We found the cleric, half-dead, in a recessed hallway inside the tomb of Delera Omaren I. She told us (after some rehabilitation) that she had survived alone after her party abandoned her only through her ability to periodically turn the hordes of undead that would amass by the door she had locked.
The strain of so defending herself had greatly and steadily weakened her. By the time I and Lynncletica had arrived (and by accident–I was reviewing Lynn’s skills in eliminating undead), she said she had perhaps one turn ability left before she would have succumbed or became one of the undead.
The cleric called herself Arcangela.
That was about as much explanation as we were able to get from the woman before she collapsed into unconsciousness for three days. We returned her to the dojo to recuperate.
On day four, I found myself out in the meadow. Seated along our pond was the cleric. I approached and sat, but Arcangela seemed to barely notice me.
After several minutes, she asked, “If I cannot defend myself, how can I do as my faith asks?”
I thought a moment and said, “What do you wish to know?”
Arcangela sighed. “I want…I need to know something beyond armor. Yet I need to be the best destroyer of the undead hordes. You’ve heard of the terrors in the old necropolis. And yet, I cannot manage the filth that has corrupted Delera’s tomb.”
“You could join the Path of Harmonious Balance,” I said.
“I know of it,” she replied. “It isn’t as effective in controlling many mobs of undead.”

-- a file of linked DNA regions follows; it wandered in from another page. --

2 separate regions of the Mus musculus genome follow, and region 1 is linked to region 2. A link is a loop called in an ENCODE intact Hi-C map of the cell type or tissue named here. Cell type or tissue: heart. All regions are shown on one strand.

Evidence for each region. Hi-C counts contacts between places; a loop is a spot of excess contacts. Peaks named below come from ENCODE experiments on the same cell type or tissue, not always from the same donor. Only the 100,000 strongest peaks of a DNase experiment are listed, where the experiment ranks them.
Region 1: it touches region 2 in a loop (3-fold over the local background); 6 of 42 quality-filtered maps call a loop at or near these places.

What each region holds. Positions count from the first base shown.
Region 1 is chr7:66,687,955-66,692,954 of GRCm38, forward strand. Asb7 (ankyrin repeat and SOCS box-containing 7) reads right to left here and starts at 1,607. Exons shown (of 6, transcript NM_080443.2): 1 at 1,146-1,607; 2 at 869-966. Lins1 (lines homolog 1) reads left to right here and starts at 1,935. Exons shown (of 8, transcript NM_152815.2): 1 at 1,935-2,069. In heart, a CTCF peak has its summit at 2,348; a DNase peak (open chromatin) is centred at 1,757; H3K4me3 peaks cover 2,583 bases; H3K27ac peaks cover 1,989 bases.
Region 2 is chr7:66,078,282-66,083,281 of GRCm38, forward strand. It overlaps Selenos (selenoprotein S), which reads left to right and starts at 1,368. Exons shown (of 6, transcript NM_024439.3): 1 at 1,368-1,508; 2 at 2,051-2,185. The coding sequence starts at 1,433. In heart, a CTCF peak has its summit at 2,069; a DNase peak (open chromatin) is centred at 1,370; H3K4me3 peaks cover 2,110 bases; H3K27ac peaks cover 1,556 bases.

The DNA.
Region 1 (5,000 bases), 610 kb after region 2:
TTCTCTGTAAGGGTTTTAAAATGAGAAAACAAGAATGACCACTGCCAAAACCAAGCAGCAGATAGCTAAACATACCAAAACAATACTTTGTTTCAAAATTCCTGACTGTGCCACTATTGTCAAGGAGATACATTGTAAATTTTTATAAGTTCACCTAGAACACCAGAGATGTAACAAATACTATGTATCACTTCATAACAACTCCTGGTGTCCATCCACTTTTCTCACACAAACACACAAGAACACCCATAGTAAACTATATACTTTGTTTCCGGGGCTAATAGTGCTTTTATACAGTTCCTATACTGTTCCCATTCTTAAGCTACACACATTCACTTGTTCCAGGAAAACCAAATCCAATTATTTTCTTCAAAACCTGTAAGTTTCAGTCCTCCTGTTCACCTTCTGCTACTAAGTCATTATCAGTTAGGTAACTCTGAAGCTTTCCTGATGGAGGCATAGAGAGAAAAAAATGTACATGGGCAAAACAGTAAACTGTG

“It isn’t,” I admitted. “But you become extremely good at destroying them one at a time.”
The cleric shook her head. “There must be a better way.”
I stood up. “Perhaps for you the path must fork. Perhaps a…fusion 0f the skills of martial art with the divine art.”
Arcangela didn’t answer for several heartbeats. “But I may never live up to my full potential in a single vocation.”
“And yet, you may be the stronger cleric for it. What you cannot outgun, you may outrun,” I said.
The cleric stood up, shakily. “What would I have to learn?”
“It’s what you would have to unlearn that may be more important,” I answered. “For one, the heavy armor slows you greatly. Your protection would come from agility. While the martial arts would be very helpful in direct defense, your powers of destroying undead would not be greatly diminished.”
“And what might be the disadvantages?”
I shook my head. “Highest level spells may be forbidden to you. Healing spells may not be as robust as you would like. Your martial arts skill may be too weak in some places. I know of a few in Stormreach that have learned the fundamentals of the martial art–perhaps only two levels of training–and then continue in their primary vocation.”
I sat back down. “I challenge you to consider the third level, to accept two paths, that of Harmonious Balance as well as your clerical path. Many of my skills are similar to yours but not as potent. And yet, I will survive longer, for the monk renews herself through ki, which doesn’t require rest or potions to renew.”
The cleric nodded but said little else except, “I will consider what you said.”
I left for my quarters to think a bit more about Arcangela’s plight. She seemed–angry that other adventurers sometimes saw her only as a tap to survive themselves but cared little else for her skills. For my part, I wish I knew more on how to fuse the realm of cleric and monk. How much training in one may weaken the other training?
Perhaps Arcangela and I will learn together, once she decides.